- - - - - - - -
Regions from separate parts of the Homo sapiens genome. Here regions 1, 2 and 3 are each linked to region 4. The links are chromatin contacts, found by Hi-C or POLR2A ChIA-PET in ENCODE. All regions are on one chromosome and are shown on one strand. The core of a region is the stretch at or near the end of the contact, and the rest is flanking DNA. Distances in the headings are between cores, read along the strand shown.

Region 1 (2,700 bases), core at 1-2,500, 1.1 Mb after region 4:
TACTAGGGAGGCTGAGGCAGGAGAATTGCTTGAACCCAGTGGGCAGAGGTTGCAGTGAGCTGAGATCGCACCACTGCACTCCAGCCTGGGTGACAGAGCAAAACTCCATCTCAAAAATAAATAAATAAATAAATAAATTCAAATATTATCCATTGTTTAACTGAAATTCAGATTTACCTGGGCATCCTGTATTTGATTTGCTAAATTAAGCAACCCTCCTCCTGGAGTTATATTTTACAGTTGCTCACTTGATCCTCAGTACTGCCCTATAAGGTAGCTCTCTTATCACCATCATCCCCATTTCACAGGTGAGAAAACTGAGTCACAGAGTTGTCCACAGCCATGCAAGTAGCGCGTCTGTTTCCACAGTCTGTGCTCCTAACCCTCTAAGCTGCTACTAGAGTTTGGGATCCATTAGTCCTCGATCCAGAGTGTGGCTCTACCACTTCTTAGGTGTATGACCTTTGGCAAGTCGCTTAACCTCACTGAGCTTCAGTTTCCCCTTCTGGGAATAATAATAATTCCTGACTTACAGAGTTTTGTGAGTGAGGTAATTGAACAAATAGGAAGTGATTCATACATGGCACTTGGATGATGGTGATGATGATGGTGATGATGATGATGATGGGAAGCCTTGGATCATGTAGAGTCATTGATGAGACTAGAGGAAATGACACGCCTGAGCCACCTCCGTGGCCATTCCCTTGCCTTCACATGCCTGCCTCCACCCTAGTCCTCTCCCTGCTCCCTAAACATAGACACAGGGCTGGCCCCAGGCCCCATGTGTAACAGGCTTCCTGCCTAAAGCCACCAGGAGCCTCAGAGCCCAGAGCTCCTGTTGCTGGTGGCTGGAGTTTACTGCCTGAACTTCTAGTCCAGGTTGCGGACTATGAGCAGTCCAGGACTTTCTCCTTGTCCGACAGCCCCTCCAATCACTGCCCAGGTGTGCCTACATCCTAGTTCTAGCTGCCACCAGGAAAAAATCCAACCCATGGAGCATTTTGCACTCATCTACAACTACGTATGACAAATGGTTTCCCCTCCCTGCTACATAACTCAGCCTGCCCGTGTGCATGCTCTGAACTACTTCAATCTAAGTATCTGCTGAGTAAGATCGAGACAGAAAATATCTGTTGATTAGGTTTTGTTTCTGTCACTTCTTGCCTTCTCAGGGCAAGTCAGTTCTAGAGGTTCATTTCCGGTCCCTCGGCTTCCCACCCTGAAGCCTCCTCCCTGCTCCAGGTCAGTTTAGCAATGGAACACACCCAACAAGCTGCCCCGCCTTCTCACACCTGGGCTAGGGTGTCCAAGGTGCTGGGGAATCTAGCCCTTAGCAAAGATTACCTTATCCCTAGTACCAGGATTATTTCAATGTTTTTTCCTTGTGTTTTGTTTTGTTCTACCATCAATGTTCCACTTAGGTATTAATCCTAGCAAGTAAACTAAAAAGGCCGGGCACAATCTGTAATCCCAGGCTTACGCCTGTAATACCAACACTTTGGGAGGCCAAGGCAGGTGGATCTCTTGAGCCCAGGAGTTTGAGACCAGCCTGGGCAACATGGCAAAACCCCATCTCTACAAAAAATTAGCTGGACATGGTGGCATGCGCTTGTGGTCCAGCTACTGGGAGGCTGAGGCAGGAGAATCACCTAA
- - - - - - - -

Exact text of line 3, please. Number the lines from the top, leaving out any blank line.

TACTAGGGAGGCTGAGGCAGGAGAATTGCTTGAACCCAGTGGGCAGAGGTTGCAGTGAGCTGAGATCGCACCACTGCACTCCAGCCTGGGTGACAGAGCAAAACTCCATCTCAAAAATAAATAAATAAATAAATAAATTCAAATATTATCCATTGTTTAACTGAAATTCAGATTTACCTGGGCATCCTGTATTTGATTTGCTAAATTAAGCAACCCTCCTCCTGGAGTTATATTTTACAGTTGCTCACTTGATCCTCAGTACTGCCCTATAAGGTAGCTCTCTTATCACCATCATCCCCATTTCACAGGTGAGAAAACTGAGTCACAGAGTTGTCCACAGCCATGCAAGTAGCGCGTCTGTTTCCACAGTCTGTGCTCCTAACCCTCTAAGCTGCTACTAGAGTTTGGGATCCATTAGTCCTCGATCCAGAGTGTGGCTCTACCACTTCTTAGGTGTATGACCTTTGGCAAGTCGCTTAACCTCACTGAGCTTCAGTTTCCCCTTCTGGGAATAATAATAATTCCTGACTTACAGAGTTTTGTGAGTGAGGTAATTGAACAAATAGGAAGTGATTCATACATGGCACTTGGATGATGGTGATGATGATGGTGATGATGATGATGATGGGAAGCCTTGGATCATGTAGAGTCATTGATGAGACTAGAGGAAATGACACGCCTGAGCCACCTCCGTGGCCATTCCCTTGCCTTCACATGCCTGCCTCCACCCTAGTCCTCTCCCTGCTCCCTAAACATAGACACAGGGCTGGCCCCAGGCCCCATGTGTAACAGGCTTCCTGCCTAAAGCCACCAGGAGCCTCAGAGCCCAGAGCTCCTGTTGCTGGTGGCTGGAGTTTACTGCCTGAACTTCTAGTCCAGGTTGCGGACTATGAGCAGTCCAGGACTTTCTCCTTGTCCGACAGCCCCTCCAATCACTGCCCAGGTGTGCCTACATCCTAGTTCTAGCTGCCACCAGGAAAAAATCCAACCCATGGAGCATTTTGCACTCATCTACAACTACGTATGACAAATGGTTTCCCCTCCCTGCTACATAACTCAGCCTGCCCGTGTGCATGCTCTGAACTACTTCAATCTAAGTATCTGCTGAGTAAGATCGAGACAGAAAATATCTGTTGATTAGGTTTTGTTTCTGTCACTTCTTGCCTTCTCAGGGCAAGTCAGTTCTAGAGGTTCATTTCCGGTCCCTCGGCTTCCCACCCTGAAGCCTCCTCCCTGCTCCAGGTCAGTTTAGCAATGGAACACACCCAACAAGCTGCCCCGCCTTCTCACACCTGGGCTAGGGTGTCCAAGGTGCTGGGGAATCTAGCCCTTAGCAAAGATTACCTTATCCCTAGTACCAGGATTATTTCAATGTTTTTTCCTTGTGTTTTGTTTTGTTCTACCATCAATGTTCCACTTAGGTATTAATCCTAGCAAGTAAACTAAAAAGGCCGGGCACAATCTGTAATCCCAGGCTTACGCCTGTAATACCAACACTTTGGGAGGCCAAGGCAGGTGGATCTCTTGAGCCCAGGAGTTTGAGACCAGCCTGGGCAACATGGCAAAACCCCATCTCTACAAAAAATTAGCTGGACATGGTGGCATGCGCTTGTGGTCCAGCTACTGGGAGGCTGAGGCAGGAGAATCACCTAA